Earlier this year, the National Highway Traffic Safety Administration (NHTSA) rolled out new child car seat recommendations. The new recommendations were in the news for weeks and we told you about them here (Iowa) on Injury Board. Well this last week, September 18-24, was National Child Passenger Safety Week, making now a good time for a little refresher on keeping your children safely restrained when you’re traveling.
In 2009, over 1,000 children ages 14 and under died in motor vehicle crashes; another 179,000 suffered injuries. Research shows, however, that having the right child car seats and properly using child restraints in vehicles can make an enormous impact on your child’s wellbeing in the unfortunate event that a crash happens. For example, in 2008, the use of restraints saved the lives of 244 children ages 4 and younger. Child safety seats reduce the risk of death in car crashes by 71% for infants and 54% for toddlers ages one to four. In addition, for children ages 4 to 7, booster seats reduce injury risk by 59% compared to safety belts alone.
Those statistics cannot be ignored and they indicate a need for parents to take seriously the proper use of child car seats. NHTSA’s new child-focused recommendations provide specific guidelines for appropriate seat use at different ages. They also provide some general guidance on the different types of seats available. For example:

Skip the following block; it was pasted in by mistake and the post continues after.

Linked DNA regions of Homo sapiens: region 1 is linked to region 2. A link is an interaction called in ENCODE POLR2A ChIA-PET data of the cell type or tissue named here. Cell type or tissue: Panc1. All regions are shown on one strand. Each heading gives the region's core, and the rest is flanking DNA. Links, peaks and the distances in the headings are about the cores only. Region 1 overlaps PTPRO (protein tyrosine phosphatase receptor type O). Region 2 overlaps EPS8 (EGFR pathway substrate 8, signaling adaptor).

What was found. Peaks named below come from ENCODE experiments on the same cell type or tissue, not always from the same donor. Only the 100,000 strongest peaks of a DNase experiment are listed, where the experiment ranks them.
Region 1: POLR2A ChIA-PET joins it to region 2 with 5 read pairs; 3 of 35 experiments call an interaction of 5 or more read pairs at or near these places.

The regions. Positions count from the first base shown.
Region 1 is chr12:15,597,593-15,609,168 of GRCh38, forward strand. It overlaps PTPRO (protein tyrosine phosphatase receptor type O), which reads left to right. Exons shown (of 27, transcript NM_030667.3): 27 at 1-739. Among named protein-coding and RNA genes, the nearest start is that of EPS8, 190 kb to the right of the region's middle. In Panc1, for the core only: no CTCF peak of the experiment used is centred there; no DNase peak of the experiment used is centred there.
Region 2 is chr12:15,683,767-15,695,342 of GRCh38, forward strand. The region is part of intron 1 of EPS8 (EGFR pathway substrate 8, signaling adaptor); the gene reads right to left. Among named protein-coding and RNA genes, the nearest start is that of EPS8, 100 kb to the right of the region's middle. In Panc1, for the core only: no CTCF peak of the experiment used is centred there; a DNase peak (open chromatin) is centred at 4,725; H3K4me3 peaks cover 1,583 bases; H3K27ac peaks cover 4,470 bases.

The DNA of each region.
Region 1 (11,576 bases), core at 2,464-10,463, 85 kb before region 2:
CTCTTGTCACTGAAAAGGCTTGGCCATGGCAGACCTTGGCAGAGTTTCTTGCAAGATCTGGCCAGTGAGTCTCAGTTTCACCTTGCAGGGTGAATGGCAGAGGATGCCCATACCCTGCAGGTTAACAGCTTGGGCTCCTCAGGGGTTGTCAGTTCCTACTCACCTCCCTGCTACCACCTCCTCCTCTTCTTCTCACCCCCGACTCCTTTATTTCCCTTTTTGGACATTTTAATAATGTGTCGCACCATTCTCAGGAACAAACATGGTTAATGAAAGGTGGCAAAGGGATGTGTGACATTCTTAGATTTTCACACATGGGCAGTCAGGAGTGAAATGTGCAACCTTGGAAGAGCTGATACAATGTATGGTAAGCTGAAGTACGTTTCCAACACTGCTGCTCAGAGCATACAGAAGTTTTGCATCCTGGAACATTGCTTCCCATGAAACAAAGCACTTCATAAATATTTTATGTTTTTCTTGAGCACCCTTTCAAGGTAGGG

- A rear-facing car seat is the best seat for a young child. In a crash, it cradles and moves with the child to reduce stress to a young child’s fragile neck and spinal cord
- A forward-facing seat is effective at limiting your child’s forward movement during a crash
- Booster seats help make sure that the seat belt is positioned in a way that it fits over the stronger parts of your child’s body
- Seat belts in general should lie across the upper thighs and be snug across the shoulder and chest to safely restrain a child in a crash. It should not rest on the stomach area or across the neck
National Child Passenger Safety Week is about more than just these reminders to properly restrain your child. This Saturday, September 24th is National Seat Check Saturday—a day where parents can visit an inspection station and have certified technicians inspect child car seats and provide guidance on how to correctly install and use it. To find out where you can go in the Omaha-Council Bluffs Area, check out the inspection station locator on NHTSA’s website. A brief stop at one of these locations can make a big difference in your child’s safety.
A partner with Inserra & Kelley, Attorneys At Law since 1993, Craig Kelley focuses on personal injury law with a large emphasis on motorcycle and bicycle related cases and claims with the goal of first helping clients heal and then getting speedy resolution of their disputes.